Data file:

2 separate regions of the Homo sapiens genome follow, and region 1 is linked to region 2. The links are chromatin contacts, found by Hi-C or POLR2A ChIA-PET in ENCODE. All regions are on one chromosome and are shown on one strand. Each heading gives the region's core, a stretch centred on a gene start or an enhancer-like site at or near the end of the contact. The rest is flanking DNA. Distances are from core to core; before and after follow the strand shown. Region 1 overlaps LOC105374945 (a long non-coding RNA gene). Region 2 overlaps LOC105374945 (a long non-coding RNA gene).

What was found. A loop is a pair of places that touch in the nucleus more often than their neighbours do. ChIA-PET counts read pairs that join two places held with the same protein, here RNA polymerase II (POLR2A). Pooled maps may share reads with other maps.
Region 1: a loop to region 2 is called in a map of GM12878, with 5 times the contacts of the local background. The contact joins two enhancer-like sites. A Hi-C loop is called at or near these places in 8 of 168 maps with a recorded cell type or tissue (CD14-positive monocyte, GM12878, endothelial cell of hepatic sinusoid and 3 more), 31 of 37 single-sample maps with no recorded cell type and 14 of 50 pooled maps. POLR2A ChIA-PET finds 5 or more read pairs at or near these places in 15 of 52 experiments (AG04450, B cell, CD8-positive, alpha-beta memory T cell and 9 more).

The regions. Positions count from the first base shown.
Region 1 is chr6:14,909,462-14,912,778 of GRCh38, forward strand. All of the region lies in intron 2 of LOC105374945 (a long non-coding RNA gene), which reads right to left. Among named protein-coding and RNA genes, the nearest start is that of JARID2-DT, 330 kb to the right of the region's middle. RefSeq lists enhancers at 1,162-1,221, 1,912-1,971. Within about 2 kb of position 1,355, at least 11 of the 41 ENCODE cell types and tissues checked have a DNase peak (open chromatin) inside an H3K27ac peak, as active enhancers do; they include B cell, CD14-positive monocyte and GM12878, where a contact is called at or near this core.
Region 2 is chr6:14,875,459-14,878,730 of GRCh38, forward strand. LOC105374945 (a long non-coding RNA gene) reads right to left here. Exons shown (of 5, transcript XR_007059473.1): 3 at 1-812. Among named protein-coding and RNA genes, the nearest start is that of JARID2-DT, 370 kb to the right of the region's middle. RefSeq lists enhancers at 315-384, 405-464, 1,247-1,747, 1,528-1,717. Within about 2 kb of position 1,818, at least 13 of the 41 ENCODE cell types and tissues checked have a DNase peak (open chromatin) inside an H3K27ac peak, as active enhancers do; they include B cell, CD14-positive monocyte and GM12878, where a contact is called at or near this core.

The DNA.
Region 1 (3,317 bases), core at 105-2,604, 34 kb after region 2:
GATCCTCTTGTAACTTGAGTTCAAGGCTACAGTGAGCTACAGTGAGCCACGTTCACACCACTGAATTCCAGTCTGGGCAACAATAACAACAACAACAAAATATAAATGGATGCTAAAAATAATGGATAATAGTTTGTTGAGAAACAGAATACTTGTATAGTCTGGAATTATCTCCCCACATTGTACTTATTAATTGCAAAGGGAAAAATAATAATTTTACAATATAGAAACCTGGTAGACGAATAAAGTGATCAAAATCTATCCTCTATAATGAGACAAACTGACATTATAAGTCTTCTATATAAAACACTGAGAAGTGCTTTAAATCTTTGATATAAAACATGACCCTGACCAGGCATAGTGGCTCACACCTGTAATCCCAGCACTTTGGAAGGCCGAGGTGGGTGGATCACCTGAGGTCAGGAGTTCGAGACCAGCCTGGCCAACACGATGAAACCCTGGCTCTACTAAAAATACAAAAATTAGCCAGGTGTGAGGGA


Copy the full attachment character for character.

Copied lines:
2 separate regions of the Homo sapiens genome follow, and region 1 is linked to region 2. The links are chromatin contacts, found by Hi-C or POLR2A ChIA-PET in ENCODE. All regions are on one chromosome and are shown on one strand. Each heading gives the region's core, a stretch centred on a gene start or an enhancer-like site at or near the end of the contact. The rest is flanking DNA. Distances are from core to core; before and after follow the strand shown. Region 1 overlaps LOC105374945 (a long non-coding RNA gene). Region 2 overlaps LOC105374945 (a long non-coding RNA gene).

What was found. A loop is a pair of places that touch in the nucleus more often than their neighbours do. ChIA-PET counts read pairs that join two places held with the same protein, here RNA polymerase II (POLR2A). Pooled maps may share reads with other maps.
Region 1: a loop to region 2 is called in a map of GM12878, with 5 times the contacts of the local background. The contact joins two enhancer-like sites. A Hi-C loop is called at or near these places in 8 of 168 maps with a recorded cell type or tissue (CD14-positive monocyte, GM12878, endothelial cell of hepatic sinusoid and 3 more), 31 of 37 single-sample maps with no recorded cell type and 14 of 50 pooled maps. POLR2A ChIA-PET finds 5 or more read pairs at or near these places in 15 of 52 experiments (AG04450, B cell, CD8-positive, alpha-beta memory T cell and 9 more).

The regions. Positions count from the first base shown.
Region 1 is chr6:14,909,462-14,912,778 of GRCh38, forward strand. All of the region lies in intron 2 of LOC105374945 (a long non-coding RNA gene), which reads right to left. Among named protein-coding and RNA genes, the nearest start is that of JARID2-DT, 330 kb to the right of the region's middle. RefSeq lists enhancers at 1,162-1,221, 1,912-1,971. Within about 2 kb of position 1,355, at least 11 of the 41 ENCODE cell types and tissues checked have a DNase peak (open chromatin) inside an H3K27ac peak, as active enhancers do; they include B cell, CD14-positive monocyte and GM12878, where a contact is called at or near this core.
Region 2 is chr6:14,875,459-14,878,730 of GRCh38, forward strand. LOC105374945 (a long non-coding RNA gene) reads right to left here. Exons shown (of 5, transcript XR_007059473.1): 3 at 1-812. Among named protein-coding and RNA genes, the nearest start is that of JARID2-DT, 370 kb to the right of the region's middle. RefSeq lists enhancers at 315-384, 405-464, 1,247-1,747, 1,528-1,717. Within about 2 kb of position 1,818, at least 13 of the 41 ENCODE cell types and tissues checked have a DNase peak (open chromatin) inside an H3K27ac peak, as active enhancers do; they include B cell, CD14-positive monocyte and GM12878, where a contact is called at or near this core.

The DNA.
Region 1 (3,317 bases), core at 105-2,604, 34 kb after region 2:
GATCCTCTTGTAACTTGAGTTCAAGGCTACAGTGAGCTACAGTGAGCCACGTTCACACCACTGAATTCCAGTCTGGGCAACAATAACAACAACAACAAAATATAAATGGATGCTAAAAATAATGGATAATAGTTTGTTGAGAAACAGAATACTTGTATAGTCTGGAATTATCTCCCCACATTGTACTTATTAATTGCAAAGGGAAAAATAATAATTTTACAATATAGAAACCTGGTAGACGAATAAAGTGATCAAAATCTATCCTCTATAATGAGACAAACTGACATTATAAGTCTTCTATATAAAACACTGAGAAGTGCTTTAAATCTTTGATATAAAACATGACCCTGACCAGGCATAGTGGCTCACACCTGTAATCCCAGCACTTTGGAAGGCCGAGGTGGGTGGATCACCTGAGGTCAGGAGTTCGAGACCAGCCTGGCCAACACGATGAAACCCTGGCTCTACTAAAAATACAAAAATTAGCCAGGTGTGAGGGA